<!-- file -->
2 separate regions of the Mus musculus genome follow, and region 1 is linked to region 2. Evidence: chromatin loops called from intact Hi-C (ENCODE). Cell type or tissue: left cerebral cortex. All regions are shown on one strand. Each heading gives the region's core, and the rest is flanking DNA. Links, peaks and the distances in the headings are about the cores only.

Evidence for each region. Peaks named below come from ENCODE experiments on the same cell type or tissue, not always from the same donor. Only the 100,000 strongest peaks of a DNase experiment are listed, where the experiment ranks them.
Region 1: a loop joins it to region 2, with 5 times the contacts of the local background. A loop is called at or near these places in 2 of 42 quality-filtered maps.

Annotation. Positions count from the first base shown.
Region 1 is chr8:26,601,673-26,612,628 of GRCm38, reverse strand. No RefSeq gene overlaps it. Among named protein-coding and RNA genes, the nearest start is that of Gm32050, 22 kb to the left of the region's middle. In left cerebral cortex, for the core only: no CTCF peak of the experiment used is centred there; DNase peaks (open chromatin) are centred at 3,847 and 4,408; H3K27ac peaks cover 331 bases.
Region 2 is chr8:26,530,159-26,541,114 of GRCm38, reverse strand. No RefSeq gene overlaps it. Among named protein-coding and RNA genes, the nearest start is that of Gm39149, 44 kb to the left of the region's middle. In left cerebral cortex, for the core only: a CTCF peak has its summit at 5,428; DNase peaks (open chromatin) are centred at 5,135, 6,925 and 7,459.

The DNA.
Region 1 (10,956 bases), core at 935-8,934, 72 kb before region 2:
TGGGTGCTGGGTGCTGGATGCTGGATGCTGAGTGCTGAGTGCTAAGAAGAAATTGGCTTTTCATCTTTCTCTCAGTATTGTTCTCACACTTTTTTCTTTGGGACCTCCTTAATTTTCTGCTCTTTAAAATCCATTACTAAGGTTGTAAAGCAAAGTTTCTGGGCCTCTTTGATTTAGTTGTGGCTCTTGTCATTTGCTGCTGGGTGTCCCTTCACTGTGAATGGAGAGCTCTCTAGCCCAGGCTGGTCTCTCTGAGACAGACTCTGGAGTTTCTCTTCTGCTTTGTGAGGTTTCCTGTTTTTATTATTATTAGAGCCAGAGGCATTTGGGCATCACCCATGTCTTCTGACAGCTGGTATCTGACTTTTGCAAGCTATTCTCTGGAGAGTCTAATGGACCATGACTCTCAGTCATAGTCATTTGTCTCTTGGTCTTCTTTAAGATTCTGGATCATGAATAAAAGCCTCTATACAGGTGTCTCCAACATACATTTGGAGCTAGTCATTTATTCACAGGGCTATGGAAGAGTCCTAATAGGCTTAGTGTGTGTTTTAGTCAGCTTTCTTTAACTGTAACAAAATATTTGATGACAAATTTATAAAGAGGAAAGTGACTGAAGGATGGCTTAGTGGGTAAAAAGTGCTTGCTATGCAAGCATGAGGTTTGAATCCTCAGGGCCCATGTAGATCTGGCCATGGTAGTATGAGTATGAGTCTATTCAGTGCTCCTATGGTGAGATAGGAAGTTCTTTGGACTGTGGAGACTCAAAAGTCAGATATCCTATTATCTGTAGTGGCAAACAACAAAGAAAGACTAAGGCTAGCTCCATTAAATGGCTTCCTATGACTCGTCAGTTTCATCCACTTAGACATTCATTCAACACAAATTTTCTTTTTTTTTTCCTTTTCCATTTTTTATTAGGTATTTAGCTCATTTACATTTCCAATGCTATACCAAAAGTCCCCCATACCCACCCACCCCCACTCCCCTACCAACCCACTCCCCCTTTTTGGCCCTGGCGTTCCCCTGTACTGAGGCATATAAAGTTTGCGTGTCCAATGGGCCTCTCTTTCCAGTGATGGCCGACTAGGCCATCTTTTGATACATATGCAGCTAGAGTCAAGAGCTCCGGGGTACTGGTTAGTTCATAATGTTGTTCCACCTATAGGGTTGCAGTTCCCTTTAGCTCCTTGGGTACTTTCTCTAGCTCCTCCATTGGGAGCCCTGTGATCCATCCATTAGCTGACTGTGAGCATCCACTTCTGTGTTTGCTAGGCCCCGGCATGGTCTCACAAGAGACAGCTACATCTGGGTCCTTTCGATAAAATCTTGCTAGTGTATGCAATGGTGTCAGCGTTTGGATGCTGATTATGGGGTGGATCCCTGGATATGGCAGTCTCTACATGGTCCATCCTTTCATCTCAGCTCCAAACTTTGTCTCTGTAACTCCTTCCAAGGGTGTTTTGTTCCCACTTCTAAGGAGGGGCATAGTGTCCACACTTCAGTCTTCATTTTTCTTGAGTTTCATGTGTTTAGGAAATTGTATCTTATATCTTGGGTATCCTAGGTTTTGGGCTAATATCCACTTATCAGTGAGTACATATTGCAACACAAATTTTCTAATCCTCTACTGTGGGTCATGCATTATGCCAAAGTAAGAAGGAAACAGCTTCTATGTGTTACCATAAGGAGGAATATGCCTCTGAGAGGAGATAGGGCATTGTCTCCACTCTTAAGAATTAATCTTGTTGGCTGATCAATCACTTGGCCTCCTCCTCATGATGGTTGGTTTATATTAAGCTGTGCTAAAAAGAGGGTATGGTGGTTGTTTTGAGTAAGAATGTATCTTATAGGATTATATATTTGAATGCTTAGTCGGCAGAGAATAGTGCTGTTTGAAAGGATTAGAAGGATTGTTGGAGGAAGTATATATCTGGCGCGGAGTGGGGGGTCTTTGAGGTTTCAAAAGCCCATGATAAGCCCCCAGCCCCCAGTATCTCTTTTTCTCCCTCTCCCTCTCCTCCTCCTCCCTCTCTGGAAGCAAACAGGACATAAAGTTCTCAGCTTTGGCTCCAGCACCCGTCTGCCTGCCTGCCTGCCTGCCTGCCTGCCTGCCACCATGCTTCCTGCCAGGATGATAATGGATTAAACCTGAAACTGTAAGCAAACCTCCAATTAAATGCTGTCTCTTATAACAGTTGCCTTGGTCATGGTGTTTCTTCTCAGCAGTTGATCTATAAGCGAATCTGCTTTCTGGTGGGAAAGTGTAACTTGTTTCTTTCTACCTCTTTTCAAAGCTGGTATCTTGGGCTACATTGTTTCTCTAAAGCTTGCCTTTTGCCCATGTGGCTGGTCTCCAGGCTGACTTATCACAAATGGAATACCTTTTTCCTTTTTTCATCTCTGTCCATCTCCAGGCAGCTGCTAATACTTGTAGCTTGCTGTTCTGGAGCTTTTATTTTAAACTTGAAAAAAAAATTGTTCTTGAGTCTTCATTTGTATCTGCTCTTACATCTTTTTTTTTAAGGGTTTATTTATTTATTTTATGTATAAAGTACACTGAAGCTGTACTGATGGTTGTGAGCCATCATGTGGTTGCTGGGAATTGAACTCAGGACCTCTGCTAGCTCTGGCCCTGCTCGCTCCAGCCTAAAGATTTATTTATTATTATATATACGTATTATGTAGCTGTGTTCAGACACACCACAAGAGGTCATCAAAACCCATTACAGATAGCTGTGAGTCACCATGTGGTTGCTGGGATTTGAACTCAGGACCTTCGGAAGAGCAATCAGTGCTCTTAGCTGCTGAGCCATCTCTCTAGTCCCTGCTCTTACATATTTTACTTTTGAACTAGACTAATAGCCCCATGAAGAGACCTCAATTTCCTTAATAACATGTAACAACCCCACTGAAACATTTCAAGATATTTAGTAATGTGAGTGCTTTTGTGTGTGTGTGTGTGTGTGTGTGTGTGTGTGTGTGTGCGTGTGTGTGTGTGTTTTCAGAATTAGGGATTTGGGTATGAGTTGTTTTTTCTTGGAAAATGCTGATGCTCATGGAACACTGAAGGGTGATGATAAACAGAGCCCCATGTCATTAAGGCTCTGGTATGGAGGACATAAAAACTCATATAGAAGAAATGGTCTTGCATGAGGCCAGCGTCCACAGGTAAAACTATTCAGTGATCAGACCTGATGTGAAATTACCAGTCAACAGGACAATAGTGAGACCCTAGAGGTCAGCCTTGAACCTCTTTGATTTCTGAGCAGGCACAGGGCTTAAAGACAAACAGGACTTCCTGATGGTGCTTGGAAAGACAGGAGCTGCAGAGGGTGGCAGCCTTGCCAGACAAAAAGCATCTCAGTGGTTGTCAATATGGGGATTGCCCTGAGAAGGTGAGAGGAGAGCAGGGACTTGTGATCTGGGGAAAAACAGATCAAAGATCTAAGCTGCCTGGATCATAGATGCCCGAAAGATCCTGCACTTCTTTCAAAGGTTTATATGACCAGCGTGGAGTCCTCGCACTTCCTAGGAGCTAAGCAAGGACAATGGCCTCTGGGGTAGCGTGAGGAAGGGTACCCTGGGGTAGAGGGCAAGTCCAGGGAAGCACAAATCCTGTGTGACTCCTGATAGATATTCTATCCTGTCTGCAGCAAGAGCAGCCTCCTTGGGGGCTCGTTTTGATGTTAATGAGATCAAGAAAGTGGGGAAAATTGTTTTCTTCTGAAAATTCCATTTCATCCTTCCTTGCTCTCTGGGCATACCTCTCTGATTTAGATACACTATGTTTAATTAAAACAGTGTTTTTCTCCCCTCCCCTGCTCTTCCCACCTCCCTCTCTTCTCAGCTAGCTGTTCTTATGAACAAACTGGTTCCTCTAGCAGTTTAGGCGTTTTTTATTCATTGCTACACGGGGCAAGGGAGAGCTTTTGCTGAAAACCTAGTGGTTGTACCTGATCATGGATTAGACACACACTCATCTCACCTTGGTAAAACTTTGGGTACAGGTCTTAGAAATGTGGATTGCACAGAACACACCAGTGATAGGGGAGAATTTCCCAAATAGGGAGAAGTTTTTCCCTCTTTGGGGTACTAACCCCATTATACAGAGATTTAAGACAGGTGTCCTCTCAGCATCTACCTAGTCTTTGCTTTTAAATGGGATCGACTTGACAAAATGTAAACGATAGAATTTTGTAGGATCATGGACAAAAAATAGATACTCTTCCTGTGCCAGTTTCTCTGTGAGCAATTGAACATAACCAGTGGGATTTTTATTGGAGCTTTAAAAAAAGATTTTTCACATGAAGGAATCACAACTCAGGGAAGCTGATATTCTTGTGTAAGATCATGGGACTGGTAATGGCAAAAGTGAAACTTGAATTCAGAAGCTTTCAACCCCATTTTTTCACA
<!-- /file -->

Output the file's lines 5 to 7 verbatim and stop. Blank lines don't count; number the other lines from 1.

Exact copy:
Region 1 is chr8:26,601,673-26,612,628 of GRCm38, reverse strand. No RefSeq gene overlaps it. Among named protein-coding and RNA genes, the nearest start is that of Gm32050, 22 kb to the left of the region's middle. In left cerebral cortex, for the core only: no CTCF peak of the experiment used is centred there; DNase peaks (open chromatin) are centred at 3,847 and 4,408; H3K27ac peaks cover 331 bases.
Region 2 is chr8:26,530,159-26,541,114 of GRCm38, reverse strand. No RefSeq gene overlaps it. Among named protein-coding and RNA genes, the nearest start is that of Gm39149, 44 kb to the left of the region's middle. In left cerebral cortex, for the core only: a CTCF peak has its summit at 5,428; DNase peaks (open chromatin) are centred at 5,135, 6,925 and 7,459.

The DNA.